10 Monstrously Obvious Crop Circles Formations to make you shudder

In The Croppie's world the ideal crop circle is ambiguous. The magic is in the uncertainty. Some circle makers seem to neglect the abstract in favour of still life representations of objects and living things. These can be well made and so they get a free pass here. Others are just ugly, totally obvious and devoid of any meaningful qualities. The ten worst examples found by The Croppie are here; first though are three contenders receiving honourable mentions:

East Field, Alton Priors, Wiltshire (July 1992)

Photograph by Andrew King.

1992's snail formations caused a bit of debate. This example was nicknamed Brian after his cousin from The Magic Roundabout television show. Ho ho, just what would those jolly japesters get up to next? Hopefully something better than this. Nonetheless, croppies were enthralled.

Cerne Abbas Giant, Dorset, May 2017

Photograph by The Crop Circle Connector

Hey, the Cerne Abbas giant has got a massive willy. Maybe it's a fertility symbol. Let's make a giant, wrinkled vulva to go alongside it. Remarkably, it's not the worst example on this theme.

Wilton Windmill, Wiltshire (June 2011)

Photograph by Olivier Morel.

Snakes in the grass became something of a recurring theme over at Crop Circle Wisdom, with the brunt of the insult generally levelled at one particular photographer. In 2011 a dismal snake really did appear in the grass at Wilton Windmill. An anonymous source revealed its location in the chat window of CirclemakersTV, incorrectly spelling Wilton as Winton, a mistake the then owner of Crop Circle Wisdom inexplicably managed to repeat. This individual's conveniently-on-the-ground reporters Sue and Mike then apparently spent ages driving around Wiltshire looking for the misspelled location. Of course they did. If anyone is interested, the symbols were encoded in a cipher created by croppie Larry Brasseur and spell out BEWARE 666 SAM3. S[ue] A[nd] M[ike]? Quite probably.

Onto the real deal...

Ten to Six...


Stokenchurch, Buckinghamshire (July 1997)

Photograph by Jeremy Kay.

News agencies jumped on the mystery of the 2016 swastika crop circle. Fingers were pointed in various directions until someone noticed the circle had more in common with Hinduism than Nazi Germany. Not so this dumb little creation. Jeremy Kay, who reported it to the Crop Circle Connector, said he was 'pretty sure it would have been made by a neo local Nazi group (or a load of trendy lefties who don't like the farmer).' Odd how more common scapegoats --- students, bored unemployed people, drunk pensioners and members of the local young farmers club --- were overlooked on this occasion. Nonetheless, a dowser called Geoff Ambler 'got a reaction' when he worked his magic over it. What, he was appalled?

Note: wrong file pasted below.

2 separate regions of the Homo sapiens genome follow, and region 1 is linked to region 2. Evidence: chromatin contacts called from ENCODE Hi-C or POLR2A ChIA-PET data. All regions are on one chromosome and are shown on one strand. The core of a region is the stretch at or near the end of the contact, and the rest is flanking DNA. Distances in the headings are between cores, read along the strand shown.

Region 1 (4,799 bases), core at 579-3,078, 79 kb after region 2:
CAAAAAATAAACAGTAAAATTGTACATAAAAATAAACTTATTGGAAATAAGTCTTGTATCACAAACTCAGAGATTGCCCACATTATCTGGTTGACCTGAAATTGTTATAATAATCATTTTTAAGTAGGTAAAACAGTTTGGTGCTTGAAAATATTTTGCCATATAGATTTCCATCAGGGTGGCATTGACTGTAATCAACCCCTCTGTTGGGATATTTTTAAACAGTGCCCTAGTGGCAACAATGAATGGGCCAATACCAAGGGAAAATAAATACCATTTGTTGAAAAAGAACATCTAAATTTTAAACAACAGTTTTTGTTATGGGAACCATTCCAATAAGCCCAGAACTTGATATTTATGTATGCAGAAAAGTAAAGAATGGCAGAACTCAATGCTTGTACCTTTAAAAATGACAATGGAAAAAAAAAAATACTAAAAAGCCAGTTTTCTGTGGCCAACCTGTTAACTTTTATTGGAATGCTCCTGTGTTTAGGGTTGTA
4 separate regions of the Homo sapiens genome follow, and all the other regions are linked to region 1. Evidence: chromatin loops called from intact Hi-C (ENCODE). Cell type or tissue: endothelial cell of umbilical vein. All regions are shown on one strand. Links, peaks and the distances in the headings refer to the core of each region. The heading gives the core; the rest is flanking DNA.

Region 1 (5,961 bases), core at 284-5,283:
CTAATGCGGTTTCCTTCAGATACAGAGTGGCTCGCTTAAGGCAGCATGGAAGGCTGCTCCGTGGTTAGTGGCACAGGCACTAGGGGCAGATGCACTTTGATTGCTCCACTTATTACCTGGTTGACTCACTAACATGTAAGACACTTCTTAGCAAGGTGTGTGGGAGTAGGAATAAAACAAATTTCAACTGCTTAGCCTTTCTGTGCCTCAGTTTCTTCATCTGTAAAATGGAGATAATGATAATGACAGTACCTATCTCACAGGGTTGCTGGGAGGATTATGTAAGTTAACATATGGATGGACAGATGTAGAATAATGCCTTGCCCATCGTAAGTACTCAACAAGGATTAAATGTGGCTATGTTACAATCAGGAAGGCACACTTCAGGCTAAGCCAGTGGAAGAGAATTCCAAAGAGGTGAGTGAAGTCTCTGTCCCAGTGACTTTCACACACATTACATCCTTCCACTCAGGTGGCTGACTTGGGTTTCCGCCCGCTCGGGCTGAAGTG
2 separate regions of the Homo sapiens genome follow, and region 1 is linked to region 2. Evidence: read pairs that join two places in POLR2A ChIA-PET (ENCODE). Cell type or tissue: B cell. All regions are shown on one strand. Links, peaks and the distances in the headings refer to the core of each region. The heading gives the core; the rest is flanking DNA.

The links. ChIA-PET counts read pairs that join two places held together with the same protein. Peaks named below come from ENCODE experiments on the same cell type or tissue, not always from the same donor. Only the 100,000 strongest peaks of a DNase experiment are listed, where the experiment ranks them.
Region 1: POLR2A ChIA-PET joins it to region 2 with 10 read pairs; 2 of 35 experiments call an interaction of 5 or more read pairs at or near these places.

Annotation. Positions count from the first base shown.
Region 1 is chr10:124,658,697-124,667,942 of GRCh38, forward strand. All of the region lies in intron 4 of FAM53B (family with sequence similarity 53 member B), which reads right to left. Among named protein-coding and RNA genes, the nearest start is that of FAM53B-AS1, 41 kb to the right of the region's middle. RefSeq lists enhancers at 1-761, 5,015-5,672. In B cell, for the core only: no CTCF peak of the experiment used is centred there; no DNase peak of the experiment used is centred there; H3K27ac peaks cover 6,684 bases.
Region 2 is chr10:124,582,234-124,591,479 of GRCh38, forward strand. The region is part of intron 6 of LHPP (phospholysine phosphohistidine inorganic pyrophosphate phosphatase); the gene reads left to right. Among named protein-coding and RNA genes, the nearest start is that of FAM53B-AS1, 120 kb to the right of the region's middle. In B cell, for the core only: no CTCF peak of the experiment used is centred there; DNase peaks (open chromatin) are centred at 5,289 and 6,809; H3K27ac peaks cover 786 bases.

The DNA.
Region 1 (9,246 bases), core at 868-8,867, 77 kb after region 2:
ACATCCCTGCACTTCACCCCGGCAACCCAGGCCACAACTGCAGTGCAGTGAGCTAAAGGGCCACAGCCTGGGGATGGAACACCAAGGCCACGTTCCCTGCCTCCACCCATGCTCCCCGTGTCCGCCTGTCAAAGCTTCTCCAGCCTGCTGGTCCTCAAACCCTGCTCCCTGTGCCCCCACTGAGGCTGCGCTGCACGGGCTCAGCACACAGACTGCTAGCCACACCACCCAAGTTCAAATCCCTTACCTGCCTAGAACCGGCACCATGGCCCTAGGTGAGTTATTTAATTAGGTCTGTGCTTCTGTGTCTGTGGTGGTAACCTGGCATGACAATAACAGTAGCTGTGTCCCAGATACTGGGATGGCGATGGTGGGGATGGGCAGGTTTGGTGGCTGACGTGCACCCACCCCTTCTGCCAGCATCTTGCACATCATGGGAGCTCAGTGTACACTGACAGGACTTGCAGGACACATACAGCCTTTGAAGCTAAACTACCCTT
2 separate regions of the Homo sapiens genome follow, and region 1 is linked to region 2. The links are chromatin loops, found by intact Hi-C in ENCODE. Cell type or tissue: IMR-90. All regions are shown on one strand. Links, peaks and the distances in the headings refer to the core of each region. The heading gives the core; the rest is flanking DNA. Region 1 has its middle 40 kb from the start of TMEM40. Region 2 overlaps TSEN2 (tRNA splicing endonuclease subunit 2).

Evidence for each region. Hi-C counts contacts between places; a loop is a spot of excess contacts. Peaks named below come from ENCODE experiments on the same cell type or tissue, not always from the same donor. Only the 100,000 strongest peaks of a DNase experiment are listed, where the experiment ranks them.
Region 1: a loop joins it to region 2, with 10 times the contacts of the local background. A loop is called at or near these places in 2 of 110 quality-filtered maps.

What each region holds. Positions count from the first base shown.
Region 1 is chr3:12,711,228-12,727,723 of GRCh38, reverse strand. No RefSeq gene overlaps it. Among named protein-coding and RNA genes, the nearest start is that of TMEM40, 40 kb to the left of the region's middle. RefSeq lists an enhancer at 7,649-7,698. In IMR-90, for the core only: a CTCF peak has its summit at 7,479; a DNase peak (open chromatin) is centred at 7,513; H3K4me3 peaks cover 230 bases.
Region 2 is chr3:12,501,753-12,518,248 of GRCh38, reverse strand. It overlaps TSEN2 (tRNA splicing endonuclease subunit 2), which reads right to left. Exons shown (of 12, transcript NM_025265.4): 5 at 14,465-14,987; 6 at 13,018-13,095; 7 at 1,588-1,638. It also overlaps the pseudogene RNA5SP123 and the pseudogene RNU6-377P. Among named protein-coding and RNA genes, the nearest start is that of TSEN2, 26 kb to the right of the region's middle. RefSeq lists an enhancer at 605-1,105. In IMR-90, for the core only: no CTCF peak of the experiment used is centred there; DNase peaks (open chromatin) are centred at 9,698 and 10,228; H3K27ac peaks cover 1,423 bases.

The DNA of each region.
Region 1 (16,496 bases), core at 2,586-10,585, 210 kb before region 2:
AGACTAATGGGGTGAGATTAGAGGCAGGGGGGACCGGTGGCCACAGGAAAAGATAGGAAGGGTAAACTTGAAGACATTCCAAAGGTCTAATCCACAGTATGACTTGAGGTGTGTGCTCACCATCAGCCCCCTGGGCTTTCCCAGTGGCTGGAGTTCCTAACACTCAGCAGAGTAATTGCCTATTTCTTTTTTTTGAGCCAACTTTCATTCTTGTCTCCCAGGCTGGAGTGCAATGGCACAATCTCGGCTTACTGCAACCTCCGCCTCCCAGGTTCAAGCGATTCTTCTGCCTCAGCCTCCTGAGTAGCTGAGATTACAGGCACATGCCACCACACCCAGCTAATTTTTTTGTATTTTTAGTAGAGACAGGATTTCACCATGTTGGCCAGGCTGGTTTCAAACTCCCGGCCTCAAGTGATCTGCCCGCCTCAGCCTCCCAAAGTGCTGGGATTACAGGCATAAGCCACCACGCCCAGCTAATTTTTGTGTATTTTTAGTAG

East Field, Alton Priors, Wiltshire (1999)

Photograph by Peter Sorensen.

Ever willing to follow the route of the token tantrum, the 'copyright Lucy Pringle' formation was circle maker Matthew Williams's protest against the ownership notice the photographer placed on her images. (Yes, he's been pulling this nonsense for twenty years or more.) Nobody seemed to care except croppie Peter Sorensen who humorously placed an ironic copyright notice across his image of the formation.


Alton Barnes, Wiltshire (July 2015)

Photograph by Mr Gyro.

At a time when relationships between circle makers and farmers in the Alton Barnes area were at an all-time low, just what could come along to cause further problems? Your answer is above; a clearly manmade, simplistic representation of a rabbit with what seems to be an off-centre bar running through it. The Croppie was told it was a protest against the testing of cosmetics on animals. Okay. Shame it looks more like the work of some miserable land owner shouting 'say no to bunnies'!


Beckhampton, Wiltshire (July 1998)

Photograph by Colin Andrews.

If you're of a certain age you'll still be very familiar with the Hamlet cigar brand and its television commercials. They always featured a man delivering an epic fail before lighting up a cigar to JS Bach's 'Air on the G String'. Considering some of the messes produced by the maker of this gem it's ironic his tribute to the brand should rank as one of the best of his own designs.